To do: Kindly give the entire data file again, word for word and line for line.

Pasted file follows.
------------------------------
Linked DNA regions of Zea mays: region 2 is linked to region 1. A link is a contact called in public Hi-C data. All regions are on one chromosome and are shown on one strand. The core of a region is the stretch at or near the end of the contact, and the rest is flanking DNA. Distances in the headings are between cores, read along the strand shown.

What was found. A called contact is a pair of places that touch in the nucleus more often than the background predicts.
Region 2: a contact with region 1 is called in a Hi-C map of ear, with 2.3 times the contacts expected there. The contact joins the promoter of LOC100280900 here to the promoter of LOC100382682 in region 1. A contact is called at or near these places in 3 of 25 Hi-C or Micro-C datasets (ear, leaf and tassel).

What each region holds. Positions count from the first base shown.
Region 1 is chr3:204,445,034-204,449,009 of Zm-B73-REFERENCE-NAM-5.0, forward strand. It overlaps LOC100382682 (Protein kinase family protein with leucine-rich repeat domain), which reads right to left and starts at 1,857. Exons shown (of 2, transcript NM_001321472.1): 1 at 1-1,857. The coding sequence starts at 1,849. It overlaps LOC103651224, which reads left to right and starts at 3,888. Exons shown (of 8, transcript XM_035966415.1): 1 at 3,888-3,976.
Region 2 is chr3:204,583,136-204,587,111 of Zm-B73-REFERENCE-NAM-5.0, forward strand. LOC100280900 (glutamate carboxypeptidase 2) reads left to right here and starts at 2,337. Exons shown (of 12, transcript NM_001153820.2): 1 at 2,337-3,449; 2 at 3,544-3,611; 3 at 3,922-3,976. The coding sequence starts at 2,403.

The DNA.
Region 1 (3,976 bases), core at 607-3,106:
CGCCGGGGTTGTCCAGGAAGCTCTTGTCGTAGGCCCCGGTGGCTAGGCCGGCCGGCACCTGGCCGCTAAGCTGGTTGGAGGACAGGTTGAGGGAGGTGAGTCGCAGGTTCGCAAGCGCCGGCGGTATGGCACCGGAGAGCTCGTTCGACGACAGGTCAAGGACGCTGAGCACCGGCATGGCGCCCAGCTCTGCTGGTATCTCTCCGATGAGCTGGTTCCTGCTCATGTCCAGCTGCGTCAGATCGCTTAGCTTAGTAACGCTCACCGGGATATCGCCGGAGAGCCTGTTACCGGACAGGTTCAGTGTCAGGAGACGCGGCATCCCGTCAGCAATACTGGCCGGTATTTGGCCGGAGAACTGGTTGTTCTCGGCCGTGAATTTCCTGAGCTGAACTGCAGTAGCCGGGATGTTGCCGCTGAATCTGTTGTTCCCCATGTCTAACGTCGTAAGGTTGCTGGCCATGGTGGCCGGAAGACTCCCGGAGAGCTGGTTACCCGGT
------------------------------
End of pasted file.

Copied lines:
Linked DNA regions of Zea mays: region 2 is linked to region 1. A link is a contact called in public Hi-C data. All regions are on one chromosome and are shown on one strand. The core of a region is the stretch at or near the end of the contact, and the rest is flanking DNA. Distances in the headings are between cores, read along the strand shown.

What was found. A called contact is a pair of places that touch in the nucleus more often than the background predicts.
Region 2: a contact with region 1 is called in a Hi-C map of ear, with 2.3 times the contacts expected there. The contact joins the promoter of LOC100280900 here to the promoter of LOC100382682 in region 1. A contact is called at or near these places in 3 of 25 Hi-C or Micro-C datasets (ear, leaf and tassel).

What each region holds. Positions count from the first base shown.
Region 1 is chr3:204,445,034-204,449,009 of Zm-B73-REFERENCE-NAM-5.0, forward strand. It overlaps LOC100382682 (Protein kinase family protein with leucine-rich repeat domain), which reads right to left and starts at 1,857. Exons shown (of 2, transcript NM_001321472.1): 1 at 1-1,857. The coding sequence starts at 1,849. It overlaps LOC103651224, which reads left to right and starts at 3,888. Exons shown (of 8, transcript XM_035966415.1): 1 at 3,888-3,976.
Region 2 is chr3:204,583,136-204,587,111 of Zm-B73-REFERENCE-NAM-5.0, forward strand. LOC100280900 (glutamate carboxypeptidase 2) reads left to right here and starts at 2,337. Exons shown (of 12, transcript NM_001153820.2): 1 at 2,337-3,449; 2 at 3,544-3,611; 3 at 3,922-3,976. The coding sequence starts at 2,403.

The DNA.
Region 1 (3,976 bases), core at 607-3,106:
CGCCGGGGTTGTCCAGGAAGCTCTTGTCGTAGGCCCCGGTGGCTAGGCCGGCCGGCACCTGGCCGCTAAGCTGGTTGGAGGACAGGTTGAGGGAGGTGAGTCGCAGGTTCGCAAGCGCCGGCGGTATGGCACCGGAGAGCTCGTTCGACGACAGGTCAAGGACGCTGAGCACCGGCATGGCGCCCAGCTCTGCTGGTATCTCTCCGATGAGCTGGTTCCTGCTCATGTCCAGCTGCGTCAGATCGCTTAGCTTAGTAACGCTCACCGGGATATCGCCGGAGAGCCTGTTACCGGACAGGTTCAGTGTCAGGAGACGCGGCATCCCGTCAGCAATACTGGCCGGTATTTGGCCGGAGAACTGGTTGTTCTCGGCCGTGAATTTCCTGAGCTGAACTGCAGTAGCCGGGATGTTGCCGCTGAATCTGTTGTTCCCCATGTCTAACGTCGTAAGGTTGCTGGCCATGGTGGCCGGAAGACTCCCGGAGAGCTGGTTACCCGGT